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Apple Announces "3rd Transition" for macOS: From Intel CPUs to Apple Silicon

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The official deadline for completing the transition is only 2 years from now. Unless the schedule is delayed, we should see ARM-based Mac Pro models within 2 years.
I'll believe it when I see it. When they touted the performance per watt aspect without any real numbers - like they almost always have - I got really wary. The Bionic a12z is fast but it ain't that fast. My 6-year-old Intel-based MacBook Pro has a very similar speed to the a12z with faster graphics.
 
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I'll believe it when I see it. When they touted the performance per watt aspect without any real numbers - like they almost always have - I got really wary. The Bionic a12z is fast but it ain't that fast. My 6-year-old Intel-based MacBook Pro has a very similar speed to the a12z with faster graphics.
A12Z is installed for testing only. We will see the real performance later this year.
 
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A12Z is installed for testing only. We will see the real performance later this year.
I hope that is true. Apple is notorious for adding low end hardware and selling it at a pretty penny. They're still making Macs with dual cores. Thus, why the Hackintosh community was created, to have better hardware without paying the Apple tax.
 
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I'll believe it when I see it. When they touted the performance per watt aspect without any real numbers - like they almost always have - I got really wary. The Bionic a12z is fast but it ain't that fast. My 6-year-old Intel-based MacBook Pro has a very similar speed to the a12z with faster graphics.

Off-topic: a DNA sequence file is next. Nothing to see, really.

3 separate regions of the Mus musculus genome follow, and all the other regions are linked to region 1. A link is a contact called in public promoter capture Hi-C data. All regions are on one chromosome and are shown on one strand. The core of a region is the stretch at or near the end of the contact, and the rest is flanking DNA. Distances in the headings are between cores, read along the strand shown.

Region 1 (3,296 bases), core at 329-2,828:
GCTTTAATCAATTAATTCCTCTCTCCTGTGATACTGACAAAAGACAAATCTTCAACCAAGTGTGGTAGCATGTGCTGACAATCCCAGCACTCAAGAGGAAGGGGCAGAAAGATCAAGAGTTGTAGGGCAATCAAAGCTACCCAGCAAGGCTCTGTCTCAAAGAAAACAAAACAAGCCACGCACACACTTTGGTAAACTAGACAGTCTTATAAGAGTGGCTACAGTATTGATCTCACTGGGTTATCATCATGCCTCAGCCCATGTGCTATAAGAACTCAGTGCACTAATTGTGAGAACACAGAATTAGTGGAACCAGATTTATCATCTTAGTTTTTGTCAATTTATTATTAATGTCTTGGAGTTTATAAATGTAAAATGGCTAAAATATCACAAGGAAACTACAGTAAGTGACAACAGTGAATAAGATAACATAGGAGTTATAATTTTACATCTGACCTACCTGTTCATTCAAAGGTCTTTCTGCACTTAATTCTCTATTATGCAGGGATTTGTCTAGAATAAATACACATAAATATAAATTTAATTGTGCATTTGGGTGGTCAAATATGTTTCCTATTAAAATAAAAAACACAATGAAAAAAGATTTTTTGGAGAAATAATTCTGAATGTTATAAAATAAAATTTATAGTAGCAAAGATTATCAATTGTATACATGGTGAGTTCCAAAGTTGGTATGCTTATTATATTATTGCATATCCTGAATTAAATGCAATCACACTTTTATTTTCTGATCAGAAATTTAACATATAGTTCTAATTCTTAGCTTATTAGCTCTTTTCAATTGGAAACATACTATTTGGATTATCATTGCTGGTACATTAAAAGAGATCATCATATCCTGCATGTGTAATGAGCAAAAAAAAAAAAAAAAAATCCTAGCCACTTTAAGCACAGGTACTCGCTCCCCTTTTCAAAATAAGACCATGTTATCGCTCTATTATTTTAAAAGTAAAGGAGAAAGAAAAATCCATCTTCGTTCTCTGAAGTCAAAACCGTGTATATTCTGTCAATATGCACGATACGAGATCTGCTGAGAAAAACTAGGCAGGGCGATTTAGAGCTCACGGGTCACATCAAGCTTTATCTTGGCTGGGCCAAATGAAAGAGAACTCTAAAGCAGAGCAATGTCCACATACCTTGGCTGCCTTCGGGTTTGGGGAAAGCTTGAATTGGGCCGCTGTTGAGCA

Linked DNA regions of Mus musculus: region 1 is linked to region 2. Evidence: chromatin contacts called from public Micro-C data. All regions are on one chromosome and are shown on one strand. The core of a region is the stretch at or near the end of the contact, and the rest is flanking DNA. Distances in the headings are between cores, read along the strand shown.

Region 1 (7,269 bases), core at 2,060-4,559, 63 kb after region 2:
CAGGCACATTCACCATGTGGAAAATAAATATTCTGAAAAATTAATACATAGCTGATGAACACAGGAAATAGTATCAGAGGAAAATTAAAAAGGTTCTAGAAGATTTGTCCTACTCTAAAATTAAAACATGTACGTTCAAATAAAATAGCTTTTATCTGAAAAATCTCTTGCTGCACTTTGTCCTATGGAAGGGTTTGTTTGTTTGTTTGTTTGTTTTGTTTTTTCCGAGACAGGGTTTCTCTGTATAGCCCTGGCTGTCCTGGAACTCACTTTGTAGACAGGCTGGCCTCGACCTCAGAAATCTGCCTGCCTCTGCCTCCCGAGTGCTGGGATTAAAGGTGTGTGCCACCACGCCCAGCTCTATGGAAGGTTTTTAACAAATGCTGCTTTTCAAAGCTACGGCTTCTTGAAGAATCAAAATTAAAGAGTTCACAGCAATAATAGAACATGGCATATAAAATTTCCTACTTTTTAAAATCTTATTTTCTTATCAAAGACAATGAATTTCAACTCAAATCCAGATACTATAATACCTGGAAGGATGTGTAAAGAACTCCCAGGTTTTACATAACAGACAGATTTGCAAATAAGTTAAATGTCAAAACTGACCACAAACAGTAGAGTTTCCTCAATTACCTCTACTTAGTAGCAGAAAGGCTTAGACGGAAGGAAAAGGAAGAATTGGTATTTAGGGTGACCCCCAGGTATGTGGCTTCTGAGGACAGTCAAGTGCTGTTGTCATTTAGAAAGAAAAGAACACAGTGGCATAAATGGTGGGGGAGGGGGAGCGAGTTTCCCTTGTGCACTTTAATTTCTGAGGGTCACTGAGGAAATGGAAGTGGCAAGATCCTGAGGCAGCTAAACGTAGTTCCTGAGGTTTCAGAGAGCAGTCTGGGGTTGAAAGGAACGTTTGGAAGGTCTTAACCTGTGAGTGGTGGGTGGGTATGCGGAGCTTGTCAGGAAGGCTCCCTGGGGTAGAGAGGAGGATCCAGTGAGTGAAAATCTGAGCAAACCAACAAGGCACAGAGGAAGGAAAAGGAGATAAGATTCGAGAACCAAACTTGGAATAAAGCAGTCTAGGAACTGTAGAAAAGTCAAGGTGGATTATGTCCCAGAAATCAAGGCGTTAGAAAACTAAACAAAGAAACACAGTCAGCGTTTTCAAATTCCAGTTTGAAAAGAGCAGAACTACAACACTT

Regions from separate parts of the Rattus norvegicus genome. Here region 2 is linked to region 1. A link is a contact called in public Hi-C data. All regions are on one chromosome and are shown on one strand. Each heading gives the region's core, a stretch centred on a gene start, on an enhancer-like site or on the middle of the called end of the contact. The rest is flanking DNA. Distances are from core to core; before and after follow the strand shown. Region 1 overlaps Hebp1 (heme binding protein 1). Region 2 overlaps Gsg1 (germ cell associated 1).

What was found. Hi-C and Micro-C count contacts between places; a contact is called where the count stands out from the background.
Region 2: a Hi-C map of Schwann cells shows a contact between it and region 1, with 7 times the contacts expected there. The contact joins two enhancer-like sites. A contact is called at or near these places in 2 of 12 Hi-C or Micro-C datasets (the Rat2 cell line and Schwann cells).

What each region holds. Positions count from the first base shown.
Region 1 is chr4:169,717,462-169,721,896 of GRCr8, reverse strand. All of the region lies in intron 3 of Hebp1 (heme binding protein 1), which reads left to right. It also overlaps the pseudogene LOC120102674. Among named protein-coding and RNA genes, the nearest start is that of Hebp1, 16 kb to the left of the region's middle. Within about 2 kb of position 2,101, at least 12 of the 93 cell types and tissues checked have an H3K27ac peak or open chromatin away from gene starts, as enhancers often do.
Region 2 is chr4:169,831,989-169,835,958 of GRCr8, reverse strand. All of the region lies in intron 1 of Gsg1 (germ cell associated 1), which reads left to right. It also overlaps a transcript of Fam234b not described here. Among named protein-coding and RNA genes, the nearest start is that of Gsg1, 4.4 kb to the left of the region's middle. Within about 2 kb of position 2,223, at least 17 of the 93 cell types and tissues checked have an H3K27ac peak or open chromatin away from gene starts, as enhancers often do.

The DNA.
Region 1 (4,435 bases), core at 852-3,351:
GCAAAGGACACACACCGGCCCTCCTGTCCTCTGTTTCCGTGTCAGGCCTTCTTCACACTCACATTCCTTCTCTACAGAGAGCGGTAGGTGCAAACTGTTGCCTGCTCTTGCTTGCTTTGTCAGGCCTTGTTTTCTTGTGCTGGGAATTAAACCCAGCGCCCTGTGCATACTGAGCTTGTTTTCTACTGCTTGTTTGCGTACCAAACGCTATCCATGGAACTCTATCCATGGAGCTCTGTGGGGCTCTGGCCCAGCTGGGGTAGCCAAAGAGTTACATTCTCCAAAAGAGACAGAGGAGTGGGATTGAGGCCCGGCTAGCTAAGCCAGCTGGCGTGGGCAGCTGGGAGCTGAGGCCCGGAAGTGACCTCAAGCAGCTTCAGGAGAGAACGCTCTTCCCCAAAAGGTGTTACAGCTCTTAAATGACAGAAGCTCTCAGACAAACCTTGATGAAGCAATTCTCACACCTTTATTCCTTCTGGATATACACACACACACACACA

If you are basing this on MHz, then your point is moot. MHz is not equivalent because of IPC. Just go ask Intel how it's doing against AMD right now. AMD products are clocked almost 1Ghz lower in some SKUs than competing intel chips, and yet Intel can barely be competitive (exception is games).
The iPad Pro is running on significantly less power and heat envelope than your MBP. The MBP has a larger heatsink and power delivery. I don't have the specs in front of me, but let's say for argument that the iPad Pro A12Z operates on 7w(I'm basing this assumption on the fact at 15w+ requires active cooling as evidenced by AMD's X570 mobos). Let's say your intel MBP operates on 35w(depending on model, most mobile chips tend to shoot for 35-45w). That's 5x-6.5x the amount of power and heat draw to what you claim is equivalent performance. Consider what A12Z could perform at if it was given a larger power envelope work within? And as far the claim it's the equivalent to your 6 year old MBP - consider the 2018 A12X was within "spitting distance of a 2018 MBP", for that claim to be true, that implies Intel has made almost zero improvements to their chips, if your numbers and their numbers are identical years later. Apple's reasoning on this is pretty sound - they have YoY power/efficiency double digit % improvements on their own designs, but every Intel recycle offers single digit % improvements, at some point A-series starts look more and more promising.


I hope that is true. Apple is notorious for adding low end hardware and selling it at a pretty penny. They're still making Macs with dual cores. Thus, why the Hackintosh community was created, to have better hardware without paying the Apple tax.
Any bets that the A-Series Macs will feature a quasi-chiplet design like AMD does currently? That could help with scaling the product stack (from MBA to MP).
 
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What do you think the return on that investment might be? What alternative investments might make more sense?

After some thought, I've come to the conclusion that it would be foolish for me to invest in another build. It makes more sense for me to start saving for an ARM based Mac.